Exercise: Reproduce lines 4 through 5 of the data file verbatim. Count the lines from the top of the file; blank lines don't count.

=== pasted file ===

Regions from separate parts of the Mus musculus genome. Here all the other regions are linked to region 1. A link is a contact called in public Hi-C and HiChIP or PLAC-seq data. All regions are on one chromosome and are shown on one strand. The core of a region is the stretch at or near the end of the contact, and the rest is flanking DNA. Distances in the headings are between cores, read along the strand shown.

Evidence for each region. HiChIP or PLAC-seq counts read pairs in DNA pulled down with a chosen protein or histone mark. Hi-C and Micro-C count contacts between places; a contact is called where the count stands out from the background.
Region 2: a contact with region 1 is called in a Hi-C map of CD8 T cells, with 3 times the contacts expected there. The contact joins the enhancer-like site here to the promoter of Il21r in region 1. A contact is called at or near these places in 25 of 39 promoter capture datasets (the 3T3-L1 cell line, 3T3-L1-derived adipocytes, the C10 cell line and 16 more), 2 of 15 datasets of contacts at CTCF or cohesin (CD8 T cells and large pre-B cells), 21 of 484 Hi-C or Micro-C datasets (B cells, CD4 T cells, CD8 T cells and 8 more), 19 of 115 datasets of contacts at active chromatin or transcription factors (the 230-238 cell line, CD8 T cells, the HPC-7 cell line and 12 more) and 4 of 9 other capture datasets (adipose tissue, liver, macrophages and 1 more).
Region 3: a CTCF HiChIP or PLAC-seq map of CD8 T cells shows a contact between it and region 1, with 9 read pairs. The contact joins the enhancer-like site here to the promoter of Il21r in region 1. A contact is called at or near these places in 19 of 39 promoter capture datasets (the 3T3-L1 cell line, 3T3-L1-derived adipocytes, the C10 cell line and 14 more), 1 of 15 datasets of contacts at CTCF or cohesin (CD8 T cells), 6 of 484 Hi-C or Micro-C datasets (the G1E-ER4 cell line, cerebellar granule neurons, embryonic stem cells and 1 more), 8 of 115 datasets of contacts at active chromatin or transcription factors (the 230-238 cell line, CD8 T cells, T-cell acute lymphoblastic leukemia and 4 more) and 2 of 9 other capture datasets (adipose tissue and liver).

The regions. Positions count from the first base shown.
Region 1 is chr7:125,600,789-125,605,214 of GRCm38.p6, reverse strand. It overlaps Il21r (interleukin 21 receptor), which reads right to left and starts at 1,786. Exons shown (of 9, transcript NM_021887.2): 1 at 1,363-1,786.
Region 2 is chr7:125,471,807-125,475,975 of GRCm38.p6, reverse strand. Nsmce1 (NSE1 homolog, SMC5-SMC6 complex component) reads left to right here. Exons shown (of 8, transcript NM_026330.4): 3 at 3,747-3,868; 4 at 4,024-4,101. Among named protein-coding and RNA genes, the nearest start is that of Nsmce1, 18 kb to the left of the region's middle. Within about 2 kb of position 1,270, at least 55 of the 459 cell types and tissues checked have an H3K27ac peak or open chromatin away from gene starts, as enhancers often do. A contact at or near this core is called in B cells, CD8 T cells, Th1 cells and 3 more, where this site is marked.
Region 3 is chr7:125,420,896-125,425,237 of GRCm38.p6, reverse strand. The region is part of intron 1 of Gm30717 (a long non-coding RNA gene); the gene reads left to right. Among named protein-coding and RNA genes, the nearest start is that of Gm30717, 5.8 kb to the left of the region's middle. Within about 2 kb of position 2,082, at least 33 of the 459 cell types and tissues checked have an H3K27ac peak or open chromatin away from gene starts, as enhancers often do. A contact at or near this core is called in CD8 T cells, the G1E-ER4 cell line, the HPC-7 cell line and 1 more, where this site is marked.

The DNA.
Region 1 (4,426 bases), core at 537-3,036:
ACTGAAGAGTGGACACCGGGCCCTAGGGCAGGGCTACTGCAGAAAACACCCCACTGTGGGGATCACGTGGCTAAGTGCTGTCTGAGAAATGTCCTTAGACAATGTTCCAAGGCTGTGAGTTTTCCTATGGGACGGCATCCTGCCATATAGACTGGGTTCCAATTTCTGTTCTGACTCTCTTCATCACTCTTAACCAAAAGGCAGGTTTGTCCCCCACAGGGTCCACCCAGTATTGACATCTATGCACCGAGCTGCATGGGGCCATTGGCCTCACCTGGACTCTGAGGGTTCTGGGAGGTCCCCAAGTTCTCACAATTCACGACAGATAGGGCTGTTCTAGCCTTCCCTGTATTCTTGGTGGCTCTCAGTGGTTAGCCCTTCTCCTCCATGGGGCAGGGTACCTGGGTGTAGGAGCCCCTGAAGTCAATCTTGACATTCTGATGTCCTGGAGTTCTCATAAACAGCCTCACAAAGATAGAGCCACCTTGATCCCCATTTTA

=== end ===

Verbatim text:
Region 3: a CTCF HiChIP or PLAC-seq map of CD8 T cells shows a contact between it and region 1, with 9 read pairs. The contact joins the enhancer-like site here to the promoter of Il21r in region 1. A contact is called at or near these places in 19 of 39 promoter capture datasets (the 3T3-L1 cell line, 3T3-L1-derived adipocytes, the C10 cell line and 14 more), 1 of 15 datasets of contacts at CTCF or cohesin (CD8 T cells), 6 of 484 Hi-C or Micro-C datasets (the G1E-ER4 cell line, cerebellar granule neurons, embryonic stem cells and 1 more), 8 of 115 datasets of contacts at active chromatin or transcription factors (the 230-238 cell line, CD8 T cells, T-cell acute lymphoblastic leukemia and 4 more) and 2 of 9 other capture datasets (adipose tissue and liver).

The regions. Positions count from the first base shown.